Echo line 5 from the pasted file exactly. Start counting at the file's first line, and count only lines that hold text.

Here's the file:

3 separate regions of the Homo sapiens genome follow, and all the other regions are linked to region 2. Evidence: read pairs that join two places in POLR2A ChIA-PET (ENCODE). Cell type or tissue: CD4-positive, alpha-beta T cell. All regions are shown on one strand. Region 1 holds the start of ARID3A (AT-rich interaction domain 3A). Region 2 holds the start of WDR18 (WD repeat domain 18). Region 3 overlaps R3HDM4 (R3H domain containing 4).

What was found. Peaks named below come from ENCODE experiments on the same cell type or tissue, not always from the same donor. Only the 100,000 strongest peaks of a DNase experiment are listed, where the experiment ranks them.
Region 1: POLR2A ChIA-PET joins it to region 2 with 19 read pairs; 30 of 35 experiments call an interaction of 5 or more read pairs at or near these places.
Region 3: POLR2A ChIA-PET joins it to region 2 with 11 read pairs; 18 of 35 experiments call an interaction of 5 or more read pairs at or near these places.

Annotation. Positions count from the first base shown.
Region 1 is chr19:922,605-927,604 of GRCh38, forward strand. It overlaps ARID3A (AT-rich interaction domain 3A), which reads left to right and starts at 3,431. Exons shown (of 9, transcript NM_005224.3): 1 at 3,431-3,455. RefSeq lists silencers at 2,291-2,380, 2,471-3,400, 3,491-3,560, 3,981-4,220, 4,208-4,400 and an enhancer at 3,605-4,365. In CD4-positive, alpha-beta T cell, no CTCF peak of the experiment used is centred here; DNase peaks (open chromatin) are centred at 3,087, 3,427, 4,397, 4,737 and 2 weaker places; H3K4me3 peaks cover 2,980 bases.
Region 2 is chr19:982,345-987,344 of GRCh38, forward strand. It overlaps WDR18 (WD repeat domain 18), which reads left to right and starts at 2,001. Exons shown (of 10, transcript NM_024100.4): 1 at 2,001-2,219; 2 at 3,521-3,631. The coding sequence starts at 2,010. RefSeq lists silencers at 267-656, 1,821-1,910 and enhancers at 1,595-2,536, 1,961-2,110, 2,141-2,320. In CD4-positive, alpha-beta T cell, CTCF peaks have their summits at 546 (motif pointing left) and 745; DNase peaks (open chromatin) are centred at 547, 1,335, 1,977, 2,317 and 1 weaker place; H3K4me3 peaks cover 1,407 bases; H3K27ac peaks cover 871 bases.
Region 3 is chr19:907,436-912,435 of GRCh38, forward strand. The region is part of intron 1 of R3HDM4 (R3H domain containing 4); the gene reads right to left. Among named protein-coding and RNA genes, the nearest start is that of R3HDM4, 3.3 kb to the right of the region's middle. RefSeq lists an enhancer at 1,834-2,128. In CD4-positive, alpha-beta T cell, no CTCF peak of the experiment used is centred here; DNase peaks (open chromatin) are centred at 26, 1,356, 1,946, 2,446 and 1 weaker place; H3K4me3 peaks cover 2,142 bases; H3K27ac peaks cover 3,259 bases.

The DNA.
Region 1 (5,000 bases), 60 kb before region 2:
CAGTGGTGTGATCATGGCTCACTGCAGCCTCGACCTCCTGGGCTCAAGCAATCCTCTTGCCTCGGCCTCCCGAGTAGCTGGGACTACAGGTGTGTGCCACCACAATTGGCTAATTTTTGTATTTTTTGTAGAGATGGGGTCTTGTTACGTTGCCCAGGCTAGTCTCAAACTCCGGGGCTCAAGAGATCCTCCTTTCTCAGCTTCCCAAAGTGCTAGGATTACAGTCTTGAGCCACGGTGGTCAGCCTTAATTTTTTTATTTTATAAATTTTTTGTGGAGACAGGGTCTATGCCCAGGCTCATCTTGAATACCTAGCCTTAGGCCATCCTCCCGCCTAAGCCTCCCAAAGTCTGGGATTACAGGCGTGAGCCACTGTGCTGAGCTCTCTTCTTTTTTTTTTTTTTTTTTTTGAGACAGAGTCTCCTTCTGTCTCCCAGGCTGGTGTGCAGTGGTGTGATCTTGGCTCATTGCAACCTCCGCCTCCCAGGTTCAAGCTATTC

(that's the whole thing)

Annotation. Positions count from the first base shown.